Photo by JC Amberlyn.
KINGMAN – Fourth-graders from Diamondback Elementary School in Bullhead City were having a lively discussion about whether wild animals should perform in circuses as they crowded along the fence to watch two endangered Asian elephants being washed Thursday at the Mohave County Fair.
“They’re not wild. They’re trained,” one boy noted.
Yeah, and besides, it’s a fair, not a circus.
Tai and Rosie were big attractions on the opening day of the 70th annual Mohave County Fair, and by big, we mean a few tons. The elephants eat 200 pounds of food a day, the kids learned.
And they receive the best of care. They’re bathed and their skin is scrubbed daily, and they get a monthly manicure. Their California owners are “proud supporters” of the International Elephant Foundation’s many conservation and research projects.
It’s the elephants’ debut at the county fair, which runs through Sunday and is expected to draw 25,000 fairgoers. Cost to ride the elephants is $10. Photos are another $10.
Steven Kerr, teacher of the Diamondback fourth-graders, said his class just wrote an opinion paper about whether circuses should trap and keep wild animals, and most of the students were opposed.
“But some of them may have changed their minds,” Kerr said. “For the long-term survival of the animals, maybe some of the kids will learn about conservation here.”
It was school day at the fair, with more than 300 Mohave County students admitted free.
Friday is seniors’ day.
Chelsey White brought 15 first-graders from Coyote Canyon Elementary School, also in Bullhead City, to teach them how to distinguish living things from nonliving things.
“Can it have feathers? Can it have fur? I think it’s really informational for the kids. They love it,” White said. “It helps us with the lesson because they see concrete things, and they see living things.”
The teacher was quick to praise Victoria, one of her students, for recognizing the Arizona state flag design, a blue-ribbon winner in the crochet exhibit. White said she loves the county fair, too, and entered drawings in the fair as a child.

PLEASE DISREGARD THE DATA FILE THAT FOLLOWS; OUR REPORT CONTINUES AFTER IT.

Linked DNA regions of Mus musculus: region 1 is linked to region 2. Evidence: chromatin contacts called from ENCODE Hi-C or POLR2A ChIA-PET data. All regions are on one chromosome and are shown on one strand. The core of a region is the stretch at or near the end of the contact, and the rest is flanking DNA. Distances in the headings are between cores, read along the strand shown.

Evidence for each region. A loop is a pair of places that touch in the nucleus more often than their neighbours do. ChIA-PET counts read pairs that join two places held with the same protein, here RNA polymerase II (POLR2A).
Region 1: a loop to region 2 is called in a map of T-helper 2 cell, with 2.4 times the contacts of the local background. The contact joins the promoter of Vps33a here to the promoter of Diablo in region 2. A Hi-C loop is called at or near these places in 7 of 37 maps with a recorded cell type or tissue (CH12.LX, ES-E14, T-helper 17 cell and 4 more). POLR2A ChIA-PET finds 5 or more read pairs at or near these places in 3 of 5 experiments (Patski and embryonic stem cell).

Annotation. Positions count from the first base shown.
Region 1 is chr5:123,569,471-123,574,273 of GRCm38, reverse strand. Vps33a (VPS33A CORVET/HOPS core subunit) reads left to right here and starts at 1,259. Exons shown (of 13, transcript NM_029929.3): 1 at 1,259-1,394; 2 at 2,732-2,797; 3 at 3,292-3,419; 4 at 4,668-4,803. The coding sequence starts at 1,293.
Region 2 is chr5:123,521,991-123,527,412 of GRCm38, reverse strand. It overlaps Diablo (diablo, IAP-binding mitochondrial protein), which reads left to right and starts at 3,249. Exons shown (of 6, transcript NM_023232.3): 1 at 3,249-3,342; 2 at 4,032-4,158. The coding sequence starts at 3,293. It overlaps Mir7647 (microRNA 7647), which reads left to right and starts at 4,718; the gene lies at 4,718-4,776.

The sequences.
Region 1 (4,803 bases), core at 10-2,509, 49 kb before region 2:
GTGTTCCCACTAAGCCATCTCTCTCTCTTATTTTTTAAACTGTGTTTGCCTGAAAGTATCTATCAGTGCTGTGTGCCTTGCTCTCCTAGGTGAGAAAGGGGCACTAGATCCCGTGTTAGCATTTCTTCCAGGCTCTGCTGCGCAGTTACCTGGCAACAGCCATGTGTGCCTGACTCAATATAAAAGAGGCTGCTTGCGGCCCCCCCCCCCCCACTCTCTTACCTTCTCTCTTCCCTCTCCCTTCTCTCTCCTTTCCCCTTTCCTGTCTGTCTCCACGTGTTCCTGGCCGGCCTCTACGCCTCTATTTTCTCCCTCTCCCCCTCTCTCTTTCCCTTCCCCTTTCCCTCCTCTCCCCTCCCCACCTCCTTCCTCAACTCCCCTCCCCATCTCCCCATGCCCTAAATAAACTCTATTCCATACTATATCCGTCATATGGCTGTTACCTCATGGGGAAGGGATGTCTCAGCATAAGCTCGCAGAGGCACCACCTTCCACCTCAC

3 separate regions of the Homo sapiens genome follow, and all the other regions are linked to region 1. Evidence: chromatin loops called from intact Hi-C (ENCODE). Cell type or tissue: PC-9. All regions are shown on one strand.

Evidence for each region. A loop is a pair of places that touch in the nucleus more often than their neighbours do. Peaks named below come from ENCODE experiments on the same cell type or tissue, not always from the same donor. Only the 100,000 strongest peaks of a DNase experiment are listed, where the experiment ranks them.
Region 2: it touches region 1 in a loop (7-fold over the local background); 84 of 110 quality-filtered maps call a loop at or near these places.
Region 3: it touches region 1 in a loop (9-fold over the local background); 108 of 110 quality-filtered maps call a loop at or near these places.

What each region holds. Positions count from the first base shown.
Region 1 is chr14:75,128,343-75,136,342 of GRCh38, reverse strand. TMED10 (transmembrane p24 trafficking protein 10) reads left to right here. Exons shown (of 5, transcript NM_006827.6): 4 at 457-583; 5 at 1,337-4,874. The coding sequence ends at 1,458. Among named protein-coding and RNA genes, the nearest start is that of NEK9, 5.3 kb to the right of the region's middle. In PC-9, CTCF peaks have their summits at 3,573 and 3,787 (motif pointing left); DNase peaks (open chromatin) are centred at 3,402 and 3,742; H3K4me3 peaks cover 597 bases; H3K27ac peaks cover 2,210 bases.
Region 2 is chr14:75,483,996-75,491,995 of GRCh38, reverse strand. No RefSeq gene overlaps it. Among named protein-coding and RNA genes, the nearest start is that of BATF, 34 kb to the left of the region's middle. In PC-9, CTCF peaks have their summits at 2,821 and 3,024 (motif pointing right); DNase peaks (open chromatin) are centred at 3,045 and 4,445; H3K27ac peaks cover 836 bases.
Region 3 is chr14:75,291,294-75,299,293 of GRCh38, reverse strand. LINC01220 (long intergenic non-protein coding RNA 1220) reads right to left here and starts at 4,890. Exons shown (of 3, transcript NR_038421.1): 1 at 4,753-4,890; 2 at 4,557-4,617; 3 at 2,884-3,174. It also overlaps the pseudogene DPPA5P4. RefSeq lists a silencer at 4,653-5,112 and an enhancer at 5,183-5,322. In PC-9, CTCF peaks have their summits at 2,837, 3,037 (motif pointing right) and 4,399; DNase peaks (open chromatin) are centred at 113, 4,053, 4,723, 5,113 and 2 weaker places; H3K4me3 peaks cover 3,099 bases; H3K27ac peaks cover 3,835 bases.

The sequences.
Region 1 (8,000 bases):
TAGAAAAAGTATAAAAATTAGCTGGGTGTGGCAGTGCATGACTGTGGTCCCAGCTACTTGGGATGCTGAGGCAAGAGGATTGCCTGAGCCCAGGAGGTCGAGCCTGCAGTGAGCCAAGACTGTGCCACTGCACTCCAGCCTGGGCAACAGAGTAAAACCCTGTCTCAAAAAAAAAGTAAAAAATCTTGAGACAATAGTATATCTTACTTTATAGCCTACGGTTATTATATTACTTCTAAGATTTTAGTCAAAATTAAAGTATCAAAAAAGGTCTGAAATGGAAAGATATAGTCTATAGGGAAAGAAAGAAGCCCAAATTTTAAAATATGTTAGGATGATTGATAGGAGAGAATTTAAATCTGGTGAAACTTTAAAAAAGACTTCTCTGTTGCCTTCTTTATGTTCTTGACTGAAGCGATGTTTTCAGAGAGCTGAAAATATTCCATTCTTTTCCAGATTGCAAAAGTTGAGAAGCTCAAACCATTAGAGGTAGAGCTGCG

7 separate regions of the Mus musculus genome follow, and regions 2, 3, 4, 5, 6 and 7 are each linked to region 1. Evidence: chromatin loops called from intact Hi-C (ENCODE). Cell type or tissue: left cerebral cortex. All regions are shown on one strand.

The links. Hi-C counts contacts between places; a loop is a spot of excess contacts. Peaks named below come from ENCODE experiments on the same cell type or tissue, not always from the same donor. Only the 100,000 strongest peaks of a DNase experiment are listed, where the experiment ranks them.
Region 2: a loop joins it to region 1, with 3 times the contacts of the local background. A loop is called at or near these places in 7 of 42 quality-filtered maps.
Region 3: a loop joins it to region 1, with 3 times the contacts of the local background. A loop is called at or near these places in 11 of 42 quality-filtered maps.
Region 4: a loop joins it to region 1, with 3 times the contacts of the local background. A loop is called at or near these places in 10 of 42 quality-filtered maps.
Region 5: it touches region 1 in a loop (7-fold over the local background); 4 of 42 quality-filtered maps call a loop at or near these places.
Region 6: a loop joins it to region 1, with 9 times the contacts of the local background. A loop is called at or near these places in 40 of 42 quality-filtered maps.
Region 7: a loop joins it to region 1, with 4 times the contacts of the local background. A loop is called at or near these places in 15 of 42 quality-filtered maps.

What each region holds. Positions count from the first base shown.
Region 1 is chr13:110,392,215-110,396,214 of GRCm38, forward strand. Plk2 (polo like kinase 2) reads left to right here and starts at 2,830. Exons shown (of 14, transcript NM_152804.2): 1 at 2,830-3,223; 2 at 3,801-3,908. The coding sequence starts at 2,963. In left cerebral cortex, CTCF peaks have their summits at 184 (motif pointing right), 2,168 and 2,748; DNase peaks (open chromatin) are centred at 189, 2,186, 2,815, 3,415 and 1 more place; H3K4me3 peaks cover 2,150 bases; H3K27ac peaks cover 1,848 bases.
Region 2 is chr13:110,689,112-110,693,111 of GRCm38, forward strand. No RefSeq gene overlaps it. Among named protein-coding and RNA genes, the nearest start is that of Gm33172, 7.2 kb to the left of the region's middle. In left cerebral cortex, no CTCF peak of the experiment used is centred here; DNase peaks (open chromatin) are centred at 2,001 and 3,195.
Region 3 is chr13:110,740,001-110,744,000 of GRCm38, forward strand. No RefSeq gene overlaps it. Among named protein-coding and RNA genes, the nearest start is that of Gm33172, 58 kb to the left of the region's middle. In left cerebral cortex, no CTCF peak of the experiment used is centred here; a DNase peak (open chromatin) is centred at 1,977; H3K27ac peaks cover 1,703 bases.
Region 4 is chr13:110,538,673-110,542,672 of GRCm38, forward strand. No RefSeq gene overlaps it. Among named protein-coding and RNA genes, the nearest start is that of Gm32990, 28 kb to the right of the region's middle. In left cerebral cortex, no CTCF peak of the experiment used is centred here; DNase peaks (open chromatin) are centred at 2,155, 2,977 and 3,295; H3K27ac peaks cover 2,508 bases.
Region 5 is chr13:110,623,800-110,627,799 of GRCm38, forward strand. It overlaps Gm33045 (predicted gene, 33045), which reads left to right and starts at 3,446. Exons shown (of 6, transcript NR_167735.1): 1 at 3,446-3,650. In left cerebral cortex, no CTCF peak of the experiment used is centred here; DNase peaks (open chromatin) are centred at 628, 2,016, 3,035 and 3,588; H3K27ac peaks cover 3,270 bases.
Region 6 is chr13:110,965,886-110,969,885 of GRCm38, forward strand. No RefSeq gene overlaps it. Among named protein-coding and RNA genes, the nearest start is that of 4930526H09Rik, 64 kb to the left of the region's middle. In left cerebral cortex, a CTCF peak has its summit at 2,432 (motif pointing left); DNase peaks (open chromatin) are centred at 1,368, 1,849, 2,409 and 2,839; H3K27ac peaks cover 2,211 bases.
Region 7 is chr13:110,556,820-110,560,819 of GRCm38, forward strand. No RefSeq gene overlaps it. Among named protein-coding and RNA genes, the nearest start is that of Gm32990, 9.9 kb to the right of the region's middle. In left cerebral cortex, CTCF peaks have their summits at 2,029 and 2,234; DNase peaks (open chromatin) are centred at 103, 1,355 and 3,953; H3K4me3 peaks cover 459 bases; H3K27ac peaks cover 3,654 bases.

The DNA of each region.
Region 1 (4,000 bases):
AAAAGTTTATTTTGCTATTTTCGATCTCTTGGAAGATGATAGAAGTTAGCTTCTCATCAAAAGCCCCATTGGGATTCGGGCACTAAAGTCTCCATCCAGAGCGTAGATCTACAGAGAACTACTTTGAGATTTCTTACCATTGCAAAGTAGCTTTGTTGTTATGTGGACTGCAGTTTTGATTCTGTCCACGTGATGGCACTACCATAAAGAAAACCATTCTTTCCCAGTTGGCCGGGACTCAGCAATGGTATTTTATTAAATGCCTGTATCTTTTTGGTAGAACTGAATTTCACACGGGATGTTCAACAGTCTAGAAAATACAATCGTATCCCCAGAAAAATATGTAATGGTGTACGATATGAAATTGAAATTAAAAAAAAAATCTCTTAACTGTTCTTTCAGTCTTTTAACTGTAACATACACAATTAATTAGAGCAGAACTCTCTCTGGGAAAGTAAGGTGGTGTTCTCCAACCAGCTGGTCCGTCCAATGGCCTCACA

Shirley Greel, who moved to Lake Havasu City from Northern California five years ago, was attending her first Mohave County Fair and said it was “very wonderful.”
She’s a lapidarist and member of Lake Havasu Gem and Mineral Society, which is opening a store in October to sell members’ works.
“I wanted to check it out. I’m going to make entries in jams and jellies next year,” Greel said. “I’m into homemade jewelry. I find stones, cut the stones, polish the stones, wrap and sell the stones. And my husband makes beautiful turquoise-inlaid walking sticks.”
It can’t be a fair without carnival rides, and Brown’s Amusement has set up some favorites such as the Tilt-a-Whirl, the Zipper, the Sizzler and the Graviton, all requiring four tokens, or $4, along with the Freak Out that requires two additional tokens.
For the smaller kids, there’s the Whales, Dizzy Dragons, Quad Runner and other rides for three tokens.
Friday’s entertainment features Branch and Dean at 6 p.m. and Redhead Express at 8 p.m. on the main concert stage. Hypno Joe, Magic of Olly and country-rock band Not Worthee are among the acts on Alta Sharp Entertainment Stage.
Saturday’s highlight is the 4-H and FFA Parade of Champions and Livestock Auction at 6 p.m. in the livestock arena, along with music by Tiki Bandits at 6 p.m. and Firehouse at 8 p.m. on the concert stage.
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